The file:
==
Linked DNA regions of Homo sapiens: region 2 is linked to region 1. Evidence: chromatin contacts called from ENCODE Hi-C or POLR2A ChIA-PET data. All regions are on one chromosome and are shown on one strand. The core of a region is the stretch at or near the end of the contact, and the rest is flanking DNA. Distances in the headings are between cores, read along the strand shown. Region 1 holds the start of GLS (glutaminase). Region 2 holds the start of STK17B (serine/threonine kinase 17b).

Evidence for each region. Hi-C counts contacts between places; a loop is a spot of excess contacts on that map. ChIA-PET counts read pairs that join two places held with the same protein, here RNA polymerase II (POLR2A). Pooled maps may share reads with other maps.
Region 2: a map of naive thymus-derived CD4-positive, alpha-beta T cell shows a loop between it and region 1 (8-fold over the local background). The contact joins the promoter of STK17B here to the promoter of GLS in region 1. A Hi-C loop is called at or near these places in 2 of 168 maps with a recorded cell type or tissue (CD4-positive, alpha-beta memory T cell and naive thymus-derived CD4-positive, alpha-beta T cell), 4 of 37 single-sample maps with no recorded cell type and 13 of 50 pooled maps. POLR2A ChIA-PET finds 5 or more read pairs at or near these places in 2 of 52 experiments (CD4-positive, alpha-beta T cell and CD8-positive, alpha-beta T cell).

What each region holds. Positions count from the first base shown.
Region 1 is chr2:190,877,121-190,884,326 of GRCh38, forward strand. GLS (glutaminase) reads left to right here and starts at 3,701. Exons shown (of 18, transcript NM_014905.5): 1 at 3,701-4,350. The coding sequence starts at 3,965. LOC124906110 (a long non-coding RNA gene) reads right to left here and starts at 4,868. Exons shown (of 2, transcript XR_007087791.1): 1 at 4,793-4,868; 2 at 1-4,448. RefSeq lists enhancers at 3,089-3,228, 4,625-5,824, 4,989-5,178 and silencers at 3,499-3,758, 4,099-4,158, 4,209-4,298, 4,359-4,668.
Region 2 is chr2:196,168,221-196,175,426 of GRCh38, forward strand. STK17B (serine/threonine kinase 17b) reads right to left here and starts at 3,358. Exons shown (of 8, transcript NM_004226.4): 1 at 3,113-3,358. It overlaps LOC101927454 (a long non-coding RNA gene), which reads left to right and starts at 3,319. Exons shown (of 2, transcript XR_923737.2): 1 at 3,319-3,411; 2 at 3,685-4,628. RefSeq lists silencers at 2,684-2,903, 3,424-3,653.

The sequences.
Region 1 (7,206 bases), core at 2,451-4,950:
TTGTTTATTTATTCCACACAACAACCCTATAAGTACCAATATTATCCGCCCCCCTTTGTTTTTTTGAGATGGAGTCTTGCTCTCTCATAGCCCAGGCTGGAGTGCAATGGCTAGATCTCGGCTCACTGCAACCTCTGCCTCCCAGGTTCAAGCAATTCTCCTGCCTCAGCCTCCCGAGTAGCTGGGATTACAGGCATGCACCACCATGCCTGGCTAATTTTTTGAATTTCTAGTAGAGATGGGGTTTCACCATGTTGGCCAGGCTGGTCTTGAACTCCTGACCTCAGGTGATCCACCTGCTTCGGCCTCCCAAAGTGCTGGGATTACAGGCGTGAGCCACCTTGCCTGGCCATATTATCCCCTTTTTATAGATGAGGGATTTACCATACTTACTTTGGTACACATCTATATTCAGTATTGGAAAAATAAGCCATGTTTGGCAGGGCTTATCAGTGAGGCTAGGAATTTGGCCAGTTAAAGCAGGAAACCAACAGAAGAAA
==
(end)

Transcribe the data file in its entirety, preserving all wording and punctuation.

Linked DNA regions of Homo sapiens: region 2 is linked to region 1. Evidence: chromatin contacts called from ENCODE Hi-C or POLR2A ChIA-PET data. All regions are on one chromosome and are shown on one strand. The core of a region is the stretch at or near the end of the contact, and the rest is flanking DNA. Distances in the headings are between cores, read along the strand shown. Region 1 holds the start of GLS (glutaminase). Region 2 holds the start of STK17B (serine/threonine kinase 17b).

Evidence for each region. Hi-C counts contacts between places; a loop is a spot of excess contacts on that map. ChIA-PET counts read pairs that join two places held with the same protein, here RNA polymerase II (POLR2A). Pooled maps may share reads with other maps.
Region 2: a map of naive thymus-derived CD4-positive, alpha-beta T cell shows a loop between it and region 1 (8-fold over the local background). The contact joins the promoter of STK17B here to the promoter of GLS in region 1. A Hi-C loop is called at or near these places in 2 of 168 maps with a recorded cell type or tissue (CD4-positive, alpha-beta memory T cell and naive thymus-derived CD4-positive, alpha-beta T cell), 4 of 37 single-sample maps with no recorded cell type and 13 of 50 pooled maps. POLR2A ChIA-PET finds 5 or more read pairs at or near these places in 2 of 52 experiments (CD4-positive, alpha-beta T cell and CD8-positive, alpha-beta T cell).

What each region holds. Positions count from the first base shown.
Region 1 is chr2:190,877,121-190,884,326 of GRCh38, forward strand. GLS (glutaminase) reads left to right here and starts at 3,701. Exons shown (of 18, transcript NM_014905.5): 1 at 3,701-4,350. The coding sequence starts at 3,965. LOC124906110 (a long non-coding RNA gene) reads right to left here and starts at 4,868. Exons shown (of 2, transcript XR_007087791.1): 1 at 4,793-4,868; 2 at 1-4,448. RefSeq lists enhancers at 3,089-3,228, 4,625-5,824, 4,989-5,178 and silencers at 3,499-3,758, 4,099-4,158, 4,209-4,298, 4,359-4,668.
Region 2 is chr2:196,168,221-196,175,426 of GRCh38, forward strand. STK17B (serine/threonine kinase 17b) reads right to left here and starts at 3,358. Exons shown (of 8, transcript NM_004226.4): 1 at 3,113-3,358. It overlaps LOC101927454 (a long non-coding RNA gene), which reads left to right and starts at 3,319. Exons shown (of 2, transcript XR_923737.2): 1 at 3,319-3,411; 2 at 3,685-4,628. RefSeq lists silencers at 2,684-2,903, 3,424-3,653.

The sequences.
Region 1 (7,206 bases), core at 2,451-4,950:
TTGTTTATTTATTCCACACAACAACCCTATAAGTACCAATATTATCCGCCCCCCTTTGTTTTTTTGAGATGGAGTCTTGCTCTCTCATAGCCCAGGCTGGAGTGCAATGGCTAGATCTCGGCTCACTGCAACCTCTGCCTCCCAGGTTCAAGCAATTCTCCTGCCTCAGCCTCCCGAGTAGCTGGGATTACAGGCATGCACCACCATGCCTGGCTAATTTTTTGAATTTCTAGTAGAGATGGGGTTTCACCATGTTGGCCAGGCTGGTCTTGAACTCCTGACCTCAGGTGATCCACCTGCTTCGGCCTCCCAAAGTGCTGGGATTACAGGCGTGAGCCACCTTGCCTGGCCATATTATCCCCTTTTTATAGATGAGGGATTTACCATACTTACTTTGGTACACATCTATATTCAGTATTGGAAAAATAAGCCATGTTTGGCAGGGCTTATCAGTGAGGCTAGGAATTTGGCCAGTTAAAGCAGGAAACCAACAGAAGAAA